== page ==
Letters from Lodi

An insightful and objective look at viticulture and winemaking from the Lodi
Appellation and the growers and vintners behind these crafts. Told from the
perspective of multi-award winning wine journalist, Randy Caparoso.

Randy Caparoso
September 23, 2020 | Randy Caparoso

The Tizona Malbec is a rare sensory experience of one of Lodi's most obscure terroirs

Lodi's LODI RULES certified Linden Hills Vineyard

The 2017 Tizona by Bokisch Vineyards Linden Ridge Vineyards Lodi Malbec ($32) is a lovely wine. What may be even more interesting is its provenance: Linden Ridge Vineyard, located in the "gray area" located in the south-eastern fringes of the Lodi Viticultural Area, in the vicinity of the census-designated agricultural hub of Linden (at last count, population 1,784), directly east of Stockton. As they say about little farming towns like Linden, if you blink as you drive past it on Hwy. 26, you'll miss it.

South-eastern fringe of the Lodi AVA where Linden Ridge Vineyard is located

What you will notice as you drive along Hwy. 26 is that there are not many vineyards, even though this area was added to the boundaries of the Lodi AVA in 2002 in order to reconcile the appellation closer to the USDA grape pricing jurisdiction of California District 11

Downtown Linden in San Joaquin County, California (photo by Jim Heaphy)

In the petition approved by the TTB in 2002 adding 93,500 acres of plantable land to the Lodi AVA (originally established in 1986), the climate of these additional areas was described as having "the same moderating influences of the Sacramento Delta [i.e., Sacramento-San Joaquin River Delta] winds that define the current boundaries." Plus, the "soils of the proposed expansion area are substantially similar to those of the existing viticultural area" — derived "mainly from mixed mineral alluvium, products of weathering, erosion, and deposition along the western slope of the Sierra Nevada."

Almond Orchard in Lodi AVA

Rather than grapevines, the Linden area is wall-to-wall orchards. This is where San Joaquin County's $2.9 billion farm industry generates most of its revenue. While vineyards account for most of the county's agriculture acreage — currently about 69,000 acres (approximately another 31,000 acres of the Lodi AVA's vineyards fall in Sacramento County) — almonds currently gross more dollars on about 56,000 acres of plantings. The four highest agricultural products according to the 2019 San Joaquin County Crop Report:

• Almonds ($449,621 million)
• Milk ($378,840 million)
• Grapes ($372,467 million)
• Walnuts ($290,335 million)

Linden Ridge Vineyard's hillside topography, Redding series clay soil, and vernal swales

Right behind these crops in descending order of revenue in San Joaquin County: eggs/chickens, cattle/calves, tomatoes, cherries, blueberries, and hay.

While among the few vineyards located in the southeast corner of the Lodi AVA, the 246-acre Linden Ridge Vineyard was planted in 2013 by Markus Bokisch because of its compellingly grape-friendly terroir. The vineyard is now farmed by Jonathan Wetmore's Round Valley Ranches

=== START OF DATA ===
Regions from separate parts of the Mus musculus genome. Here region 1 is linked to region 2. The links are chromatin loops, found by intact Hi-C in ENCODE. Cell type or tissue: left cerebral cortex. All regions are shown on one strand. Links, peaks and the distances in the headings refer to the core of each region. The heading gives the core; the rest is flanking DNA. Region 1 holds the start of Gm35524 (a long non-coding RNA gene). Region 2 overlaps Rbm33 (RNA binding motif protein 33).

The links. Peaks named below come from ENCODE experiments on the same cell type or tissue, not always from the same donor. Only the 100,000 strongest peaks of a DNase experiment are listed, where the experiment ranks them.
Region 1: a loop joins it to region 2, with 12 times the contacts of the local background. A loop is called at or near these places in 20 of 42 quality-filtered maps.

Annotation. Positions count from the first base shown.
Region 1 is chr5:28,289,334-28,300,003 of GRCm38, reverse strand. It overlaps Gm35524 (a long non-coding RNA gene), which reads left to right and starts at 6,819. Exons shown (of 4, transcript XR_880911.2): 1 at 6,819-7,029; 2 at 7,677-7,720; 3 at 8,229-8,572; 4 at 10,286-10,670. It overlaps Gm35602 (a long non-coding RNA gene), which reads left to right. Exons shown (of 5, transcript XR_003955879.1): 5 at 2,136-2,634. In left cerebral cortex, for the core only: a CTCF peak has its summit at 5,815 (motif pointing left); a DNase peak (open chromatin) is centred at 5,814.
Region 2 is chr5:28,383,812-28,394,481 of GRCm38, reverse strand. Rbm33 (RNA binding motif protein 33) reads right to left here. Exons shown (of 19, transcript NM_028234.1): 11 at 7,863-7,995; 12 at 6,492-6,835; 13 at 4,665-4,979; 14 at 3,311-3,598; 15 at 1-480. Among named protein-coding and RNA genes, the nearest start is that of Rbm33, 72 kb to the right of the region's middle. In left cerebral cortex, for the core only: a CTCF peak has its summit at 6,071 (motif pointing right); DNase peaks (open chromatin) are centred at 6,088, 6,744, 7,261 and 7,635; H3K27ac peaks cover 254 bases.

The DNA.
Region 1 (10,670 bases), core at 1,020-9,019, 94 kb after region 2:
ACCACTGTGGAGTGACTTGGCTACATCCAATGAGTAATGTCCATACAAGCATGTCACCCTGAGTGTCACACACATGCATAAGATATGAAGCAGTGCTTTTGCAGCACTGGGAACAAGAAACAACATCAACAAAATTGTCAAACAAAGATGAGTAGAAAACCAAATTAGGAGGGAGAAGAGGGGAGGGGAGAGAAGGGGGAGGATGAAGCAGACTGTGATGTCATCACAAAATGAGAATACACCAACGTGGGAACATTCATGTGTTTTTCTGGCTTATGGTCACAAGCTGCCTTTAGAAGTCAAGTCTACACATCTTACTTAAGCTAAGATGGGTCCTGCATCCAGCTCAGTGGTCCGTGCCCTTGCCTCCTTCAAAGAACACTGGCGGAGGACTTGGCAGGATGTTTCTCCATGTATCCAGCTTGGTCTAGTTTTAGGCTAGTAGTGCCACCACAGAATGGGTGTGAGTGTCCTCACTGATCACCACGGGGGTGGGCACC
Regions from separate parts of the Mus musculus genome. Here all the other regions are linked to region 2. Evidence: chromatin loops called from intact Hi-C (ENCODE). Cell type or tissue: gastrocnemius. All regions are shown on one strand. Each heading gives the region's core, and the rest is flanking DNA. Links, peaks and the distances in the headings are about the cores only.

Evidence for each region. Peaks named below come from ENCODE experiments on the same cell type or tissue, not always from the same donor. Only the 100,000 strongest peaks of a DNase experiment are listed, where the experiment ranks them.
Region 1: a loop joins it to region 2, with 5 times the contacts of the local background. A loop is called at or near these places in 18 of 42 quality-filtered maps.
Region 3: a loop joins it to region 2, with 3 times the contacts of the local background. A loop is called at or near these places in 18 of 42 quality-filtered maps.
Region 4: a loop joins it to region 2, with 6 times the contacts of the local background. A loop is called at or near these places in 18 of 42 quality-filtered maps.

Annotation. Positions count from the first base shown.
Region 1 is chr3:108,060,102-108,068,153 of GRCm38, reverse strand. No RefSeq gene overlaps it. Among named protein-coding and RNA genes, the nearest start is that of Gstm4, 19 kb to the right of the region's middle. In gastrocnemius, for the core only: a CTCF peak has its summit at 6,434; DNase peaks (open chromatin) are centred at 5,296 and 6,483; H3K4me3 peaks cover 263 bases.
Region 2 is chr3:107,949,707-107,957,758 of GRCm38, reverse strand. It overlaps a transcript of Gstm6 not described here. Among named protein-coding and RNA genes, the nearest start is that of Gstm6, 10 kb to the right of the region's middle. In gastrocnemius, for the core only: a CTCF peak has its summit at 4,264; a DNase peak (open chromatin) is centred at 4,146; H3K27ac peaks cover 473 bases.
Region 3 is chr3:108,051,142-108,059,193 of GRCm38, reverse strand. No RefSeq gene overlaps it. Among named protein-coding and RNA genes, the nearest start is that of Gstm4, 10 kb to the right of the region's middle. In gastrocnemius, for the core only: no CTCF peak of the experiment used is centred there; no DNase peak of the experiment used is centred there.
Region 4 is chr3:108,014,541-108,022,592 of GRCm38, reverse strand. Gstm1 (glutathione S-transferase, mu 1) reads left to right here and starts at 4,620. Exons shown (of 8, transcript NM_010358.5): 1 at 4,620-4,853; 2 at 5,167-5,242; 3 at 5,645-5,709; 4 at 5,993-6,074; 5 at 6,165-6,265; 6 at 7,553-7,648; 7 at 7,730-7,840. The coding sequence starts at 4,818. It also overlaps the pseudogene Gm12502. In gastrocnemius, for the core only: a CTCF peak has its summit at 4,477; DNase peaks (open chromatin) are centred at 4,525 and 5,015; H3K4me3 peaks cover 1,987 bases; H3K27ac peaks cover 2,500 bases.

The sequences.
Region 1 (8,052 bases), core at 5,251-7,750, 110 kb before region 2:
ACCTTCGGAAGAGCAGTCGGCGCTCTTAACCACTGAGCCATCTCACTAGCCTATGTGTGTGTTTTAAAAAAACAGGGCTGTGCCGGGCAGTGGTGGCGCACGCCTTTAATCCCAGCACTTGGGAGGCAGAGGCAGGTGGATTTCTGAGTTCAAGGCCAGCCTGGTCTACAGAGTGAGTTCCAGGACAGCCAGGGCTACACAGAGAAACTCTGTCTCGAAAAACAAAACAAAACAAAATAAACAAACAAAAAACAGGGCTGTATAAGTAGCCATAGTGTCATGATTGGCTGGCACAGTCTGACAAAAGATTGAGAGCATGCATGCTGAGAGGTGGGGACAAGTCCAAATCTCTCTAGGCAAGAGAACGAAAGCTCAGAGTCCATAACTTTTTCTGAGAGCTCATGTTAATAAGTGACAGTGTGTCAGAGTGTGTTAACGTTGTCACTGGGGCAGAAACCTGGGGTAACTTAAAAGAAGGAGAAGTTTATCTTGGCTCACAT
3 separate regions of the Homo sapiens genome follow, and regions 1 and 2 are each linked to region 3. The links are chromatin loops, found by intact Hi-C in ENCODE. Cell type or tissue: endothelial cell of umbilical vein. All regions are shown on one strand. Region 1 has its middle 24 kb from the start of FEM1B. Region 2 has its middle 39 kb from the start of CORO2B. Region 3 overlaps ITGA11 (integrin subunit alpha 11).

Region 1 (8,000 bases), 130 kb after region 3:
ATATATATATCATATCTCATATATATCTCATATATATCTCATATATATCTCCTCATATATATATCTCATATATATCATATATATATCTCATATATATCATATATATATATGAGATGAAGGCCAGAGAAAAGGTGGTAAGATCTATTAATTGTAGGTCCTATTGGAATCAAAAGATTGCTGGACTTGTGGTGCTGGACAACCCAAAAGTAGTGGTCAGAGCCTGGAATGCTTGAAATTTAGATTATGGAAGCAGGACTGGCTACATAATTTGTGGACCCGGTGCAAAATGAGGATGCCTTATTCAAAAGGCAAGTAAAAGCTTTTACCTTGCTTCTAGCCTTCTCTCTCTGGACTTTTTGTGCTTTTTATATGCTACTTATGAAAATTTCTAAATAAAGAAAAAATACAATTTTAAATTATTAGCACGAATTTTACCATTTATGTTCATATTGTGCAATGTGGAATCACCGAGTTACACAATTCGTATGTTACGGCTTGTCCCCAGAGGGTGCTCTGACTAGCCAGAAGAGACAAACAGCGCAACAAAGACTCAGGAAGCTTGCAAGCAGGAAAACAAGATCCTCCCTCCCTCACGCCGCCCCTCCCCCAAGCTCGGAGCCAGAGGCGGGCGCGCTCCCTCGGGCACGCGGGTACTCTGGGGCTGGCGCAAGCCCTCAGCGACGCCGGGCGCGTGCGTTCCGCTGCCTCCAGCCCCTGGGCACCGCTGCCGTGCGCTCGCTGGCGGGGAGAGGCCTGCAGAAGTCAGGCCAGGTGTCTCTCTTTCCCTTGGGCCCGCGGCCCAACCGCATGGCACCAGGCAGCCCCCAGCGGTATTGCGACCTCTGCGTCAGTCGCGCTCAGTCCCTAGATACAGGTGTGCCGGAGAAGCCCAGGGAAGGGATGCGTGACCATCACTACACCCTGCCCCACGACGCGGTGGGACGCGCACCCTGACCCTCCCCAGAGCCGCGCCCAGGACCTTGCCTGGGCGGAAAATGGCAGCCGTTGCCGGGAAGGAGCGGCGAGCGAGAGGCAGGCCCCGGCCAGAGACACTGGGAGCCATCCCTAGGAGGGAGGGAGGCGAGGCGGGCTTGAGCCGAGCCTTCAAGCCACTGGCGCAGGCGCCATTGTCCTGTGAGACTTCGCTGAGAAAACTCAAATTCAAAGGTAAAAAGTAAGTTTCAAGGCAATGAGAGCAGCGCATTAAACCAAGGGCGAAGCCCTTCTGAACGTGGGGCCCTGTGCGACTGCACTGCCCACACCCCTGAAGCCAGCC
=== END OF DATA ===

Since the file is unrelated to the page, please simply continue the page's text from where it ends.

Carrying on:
According to Mr. Bokisch: "Linden Ridge is named so because it is located at the last ridge line of the ancient volcanic mud flows before the elevation drops down into the fertile San Joaquin Valley floor." As such, this area is a topographical extension of the rolling hills typifying most of Lodi's Clements Hills AVA, including Bokisch Vineyards' vaunted Terra Alta Vineyard, where the Bokisch winery and tasting room is also located.

Bokisch Vineyards' Markus Bokisch

The Linden Ridge soils, according to Mr. Bokisch, "are a Redding series gravelly clay loam, the same as in Terra Alta." And also like Terra Alta Vineyard, Linden Ridge Vineyard is a visually stunning site. Writes Mr. Bokisch on his winery website: 

Larger blocks of Cabernet Sauvignon, Petite Sirah, and Malbec are bisected by vernal swales and pools that sprout with lively blooms of California wildflowers in the Spring. Tri-colored blackbirds are a frequent site near these waterways. The smaller blocks of Tempranillo, Garnacha, and Verdejo are found along the northern edge of the property, planted on north-facing, steep terrain. 

These soils are the most nutritionally depleted sites and are perfectly suited to tame the inherent vigor found in these Iberian varieties. The corner where we source our Malbec is the "sweet spot” for this variety. Its flavors and sugar develop early, giving the resultant wines plenty of color and depth.

That said, in our recent tasting of Bokisch's 2017 Tizona Linden Ridge Vineyard Malbec we found a shimmering ruby-colored wine bursting with plum and spiced black tea aromas, nuanced with floral, minty, hibiscus-like fragrances, and earthy/tobacco-like sensations that continue on in meaty, medium-full bodied sensations on the palate, buoyed by sturdy tannin and zesty acidity. The plummy fruit qualities become more like dried plum and blueberry in the mouth, and the wine finishes handsomely dry, with a lip-smacking generosity. Bokisch Vineyards winemaker Elyse Perry has described the Tizona Malbec as "liquid velvet," especially as it evolves in the winery.

Owlbox in Linden Ridge Vineyard

In the past, Bokisch Vineyards has also utilized Linden Ridge Vineyard's Garnacha (a.k.a. Grenache) fruit for their rosado (a Spanish-inspired dry rosé). According to Mr. Bokisch, "A few larger wineries buy Linden Ridge's Cabernet, Petite Sirah, and Malbec, and the Spanish varieties go into California appellation wines bottled by Empathy Wines [the latter, recently acquired by Constellation Brands]."

But if you wish to experience a pure taste of Lodi's Linden area, look for Bokisch Vineyards' Tizona Malbec.

Linden Ridge Vineyard



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